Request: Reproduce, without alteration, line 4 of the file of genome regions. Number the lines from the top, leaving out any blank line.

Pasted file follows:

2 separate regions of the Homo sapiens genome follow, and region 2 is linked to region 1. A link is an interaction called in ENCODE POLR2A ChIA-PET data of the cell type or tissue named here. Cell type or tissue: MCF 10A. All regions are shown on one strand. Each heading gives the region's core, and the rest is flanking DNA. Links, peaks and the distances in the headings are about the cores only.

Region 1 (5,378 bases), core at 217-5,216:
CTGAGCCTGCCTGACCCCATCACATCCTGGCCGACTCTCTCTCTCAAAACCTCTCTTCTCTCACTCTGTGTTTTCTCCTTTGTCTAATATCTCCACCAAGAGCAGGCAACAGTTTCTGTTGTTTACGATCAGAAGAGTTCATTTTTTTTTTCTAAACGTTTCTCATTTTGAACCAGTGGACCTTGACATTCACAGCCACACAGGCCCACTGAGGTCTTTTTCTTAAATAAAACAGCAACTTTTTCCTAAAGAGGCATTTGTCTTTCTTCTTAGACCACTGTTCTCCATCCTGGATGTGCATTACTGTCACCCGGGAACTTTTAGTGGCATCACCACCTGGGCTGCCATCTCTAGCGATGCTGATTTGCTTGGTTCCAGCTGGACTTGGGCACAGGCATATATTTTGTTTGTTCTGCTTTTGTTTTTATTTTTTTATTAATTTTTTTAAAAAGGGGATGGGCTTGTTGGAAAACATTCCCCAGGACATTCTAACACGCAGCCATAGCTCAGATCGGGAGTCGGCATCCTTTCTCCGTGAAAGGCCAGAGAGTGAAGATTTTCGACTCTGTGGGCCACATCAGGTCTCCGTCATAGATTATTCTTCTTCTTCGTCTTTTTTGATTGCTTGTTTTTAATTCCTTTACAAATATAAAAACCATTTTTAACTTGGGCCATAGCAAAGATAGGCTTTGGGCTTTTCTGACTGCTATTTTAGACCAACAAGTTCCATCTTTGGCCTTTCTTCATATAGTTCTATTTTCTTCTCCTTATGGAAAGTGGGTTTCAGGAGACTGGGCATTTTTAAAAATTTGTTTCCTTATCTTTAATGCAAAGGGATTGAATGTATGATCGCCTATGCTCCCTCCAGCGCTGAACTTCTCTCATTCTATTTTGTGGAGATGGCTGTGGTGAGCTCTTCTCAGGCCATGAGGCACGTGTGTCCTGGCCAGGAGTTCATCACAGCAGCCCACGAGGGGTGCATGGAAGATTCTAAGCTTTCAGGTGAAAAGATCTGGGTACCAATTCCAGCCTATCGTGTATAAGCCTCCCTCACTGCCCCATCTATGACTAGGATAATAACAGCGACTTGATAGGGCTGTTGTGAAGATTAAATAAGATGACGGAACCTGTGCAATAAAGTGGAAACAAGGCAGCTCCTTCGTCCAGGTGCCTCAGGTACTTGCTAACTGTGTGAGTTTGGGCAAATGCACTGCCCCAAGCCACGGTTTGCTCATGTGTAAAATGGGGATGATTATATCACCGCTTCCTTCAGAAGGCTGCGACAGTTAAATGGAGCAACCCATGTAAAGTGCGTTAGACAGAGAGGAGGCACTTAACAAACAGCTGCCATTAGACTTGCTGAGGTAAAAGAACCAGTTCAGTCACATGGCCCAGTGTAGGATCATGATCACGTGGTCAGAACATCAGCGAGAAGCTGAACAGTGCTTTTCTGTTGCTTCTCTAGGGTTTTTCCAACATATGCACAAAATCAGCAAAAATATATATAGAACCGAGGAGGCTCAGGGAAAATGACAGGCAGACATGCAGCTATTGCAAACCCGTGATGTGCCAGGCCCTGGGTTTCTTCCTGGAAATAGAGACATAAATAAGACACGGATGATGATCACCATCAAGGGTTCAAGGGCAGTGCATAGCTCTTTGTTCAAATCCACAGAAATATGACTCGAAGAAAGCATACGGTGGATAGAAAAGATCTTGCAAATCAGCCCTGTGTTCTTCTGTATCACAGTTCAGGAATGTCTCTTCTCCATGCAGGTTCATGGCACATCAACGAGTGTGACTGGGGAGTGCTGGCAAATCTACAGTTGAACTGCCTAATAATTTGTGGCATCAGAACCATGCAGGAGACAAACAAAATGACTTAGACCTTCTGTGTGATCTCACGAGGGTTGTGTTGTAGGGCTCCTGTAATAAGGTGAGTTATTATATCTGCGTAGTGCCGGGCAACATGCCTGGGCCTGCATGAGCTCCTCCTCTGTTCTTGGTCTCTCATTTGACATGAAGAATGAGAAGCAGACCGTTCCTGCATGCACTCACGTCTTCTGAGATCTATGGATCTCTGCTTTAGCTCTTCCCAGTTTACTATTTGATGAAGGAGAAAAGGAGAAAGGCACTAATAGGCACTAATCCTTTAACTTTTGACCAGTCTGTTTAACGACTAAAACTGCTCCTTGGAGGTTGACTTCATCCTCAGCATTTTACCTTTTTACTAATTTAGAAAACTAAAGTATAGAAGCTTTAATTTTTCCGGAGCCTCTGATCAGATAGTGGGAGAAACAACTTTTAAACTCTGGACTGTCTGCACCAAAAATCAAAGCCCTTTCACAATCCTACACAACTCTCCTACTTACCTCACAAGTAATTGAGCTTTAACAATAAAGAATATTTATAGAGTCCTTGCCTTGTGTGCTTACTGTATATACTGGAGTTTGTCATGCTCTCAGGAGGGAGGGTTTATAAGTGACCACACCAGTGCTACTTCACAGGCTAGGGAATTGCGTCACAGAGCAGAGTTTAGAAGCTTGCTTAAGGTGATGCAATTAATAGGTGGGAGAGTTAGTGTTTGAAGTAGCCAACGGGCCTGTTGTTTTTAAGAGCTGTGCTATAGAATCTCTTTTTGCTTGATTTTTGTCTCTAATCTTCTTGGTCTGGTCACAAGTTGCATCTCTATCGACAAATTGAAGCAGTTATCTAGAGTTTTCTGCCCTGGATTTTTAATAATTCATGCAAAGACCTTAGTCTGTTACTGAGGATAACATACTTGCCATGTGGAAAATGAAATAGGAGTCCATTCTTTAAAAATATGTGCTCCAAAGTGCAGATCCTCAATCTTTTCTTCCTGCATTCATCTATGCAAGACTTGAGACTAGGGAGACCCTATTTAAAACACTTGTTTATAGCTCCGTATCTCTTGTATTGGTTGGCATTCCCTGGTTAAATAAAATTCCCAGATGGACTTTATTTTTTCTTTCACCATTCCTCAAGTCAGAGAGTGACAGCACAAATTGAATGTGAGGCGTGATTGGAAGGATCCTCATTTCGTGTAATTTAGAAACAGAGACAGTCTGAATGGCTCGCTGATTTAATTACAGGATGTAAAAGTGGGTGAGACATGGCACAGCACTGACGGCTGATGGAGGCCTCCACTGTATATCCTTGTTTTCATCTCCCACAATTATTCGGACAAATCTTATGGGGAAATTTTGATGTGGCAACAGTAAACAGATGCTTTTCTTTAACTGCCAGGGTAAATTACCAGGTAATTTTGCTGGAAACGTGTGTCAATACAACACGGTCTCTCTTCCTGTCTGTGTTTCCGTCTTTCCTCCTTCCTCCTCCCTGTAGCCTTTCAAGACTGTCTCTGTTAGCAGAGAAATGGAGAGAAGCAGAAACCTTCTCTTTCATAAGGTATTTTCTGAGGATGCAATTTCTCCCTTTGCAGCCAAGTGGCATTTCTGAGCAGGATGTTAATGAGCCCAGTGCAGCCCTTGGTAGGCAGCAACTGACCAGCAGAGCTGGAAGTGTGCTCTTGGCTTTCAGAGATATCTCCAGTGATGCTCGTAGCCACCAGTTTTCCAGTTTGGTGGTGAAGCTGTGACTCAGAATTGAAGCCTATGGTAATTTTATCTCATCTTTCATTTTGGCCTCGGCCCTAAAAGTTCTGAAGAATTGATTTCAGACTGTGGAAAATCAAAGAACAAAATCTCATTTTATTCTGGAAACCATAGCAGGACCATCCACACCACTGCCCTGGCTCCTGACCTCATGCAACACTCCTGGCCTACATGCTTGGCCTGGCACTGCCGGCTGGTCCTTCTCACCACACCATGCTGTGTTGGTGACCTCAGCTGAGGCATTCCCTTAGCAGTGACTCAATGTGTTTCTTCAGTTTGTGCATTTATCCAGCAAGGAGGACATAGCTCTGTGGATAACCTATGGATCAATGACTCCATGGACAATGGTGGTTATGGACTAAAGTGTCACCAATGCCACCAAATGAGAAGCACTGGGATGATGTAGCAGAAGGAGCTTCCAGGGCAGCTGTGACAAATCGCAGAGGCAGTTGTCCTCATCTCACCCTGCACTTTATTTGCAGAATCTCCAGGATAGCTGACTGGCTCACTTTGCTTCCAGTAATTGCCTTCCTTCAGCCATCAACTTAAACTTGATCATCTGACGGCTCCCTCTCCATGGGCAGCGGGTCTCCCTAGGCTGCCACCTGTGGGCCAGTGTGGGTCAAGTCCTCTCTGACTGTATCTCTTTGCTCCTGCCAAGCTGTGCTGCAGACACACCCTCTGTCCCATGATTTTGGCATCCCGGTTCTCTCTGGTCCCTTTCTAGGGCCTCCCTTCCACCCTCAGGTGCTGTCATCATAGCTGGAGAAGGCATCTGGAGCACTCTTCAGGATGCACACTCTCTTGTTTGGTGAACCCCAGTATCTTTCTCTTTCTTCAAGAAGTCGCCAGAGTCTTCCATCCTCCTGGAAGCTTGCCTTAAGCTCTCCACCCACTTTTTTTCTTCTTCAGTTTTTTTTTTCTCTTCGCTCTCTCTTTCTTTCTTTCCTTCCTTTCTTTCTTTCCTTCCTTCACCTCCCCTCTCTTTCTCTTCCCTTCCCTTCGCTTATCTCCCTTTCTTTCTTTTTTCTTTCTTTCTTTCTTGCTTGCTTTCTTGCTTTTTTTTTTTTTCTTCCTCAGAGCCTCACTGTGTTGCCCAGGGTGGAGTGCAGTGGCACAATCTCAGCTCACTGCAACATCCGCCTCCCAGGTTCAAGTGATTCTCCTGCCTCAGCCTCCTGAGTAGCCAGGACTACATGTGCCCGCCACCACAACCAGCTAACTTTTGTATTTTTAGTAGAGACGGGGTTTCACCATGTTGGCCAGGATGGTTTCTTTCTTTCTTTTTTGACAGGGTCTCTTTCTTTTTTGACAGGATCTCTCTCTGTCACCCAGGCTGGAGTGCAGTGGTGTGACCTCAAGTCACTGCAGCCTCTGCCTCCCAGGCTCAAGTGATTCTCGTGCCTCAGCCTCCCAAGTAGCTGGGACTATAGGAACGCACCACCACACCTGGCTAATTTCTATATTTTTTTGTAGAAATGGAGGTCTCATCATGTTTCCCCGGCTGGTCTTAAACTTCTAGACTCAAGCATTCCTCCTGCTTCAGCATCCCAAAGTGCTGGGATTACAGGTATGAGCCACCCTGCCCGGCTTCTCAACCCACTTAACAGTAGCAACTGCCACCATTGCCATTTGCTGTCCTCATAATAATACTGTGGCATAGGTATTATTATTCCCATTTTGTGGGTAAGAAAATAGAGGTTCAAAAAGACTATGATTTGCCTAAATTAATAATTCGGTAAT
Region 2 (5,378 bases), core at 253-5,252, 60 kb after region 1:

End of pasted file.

Region 2 (5,378 bases), core at 253-5,252, 60 kb after region 1: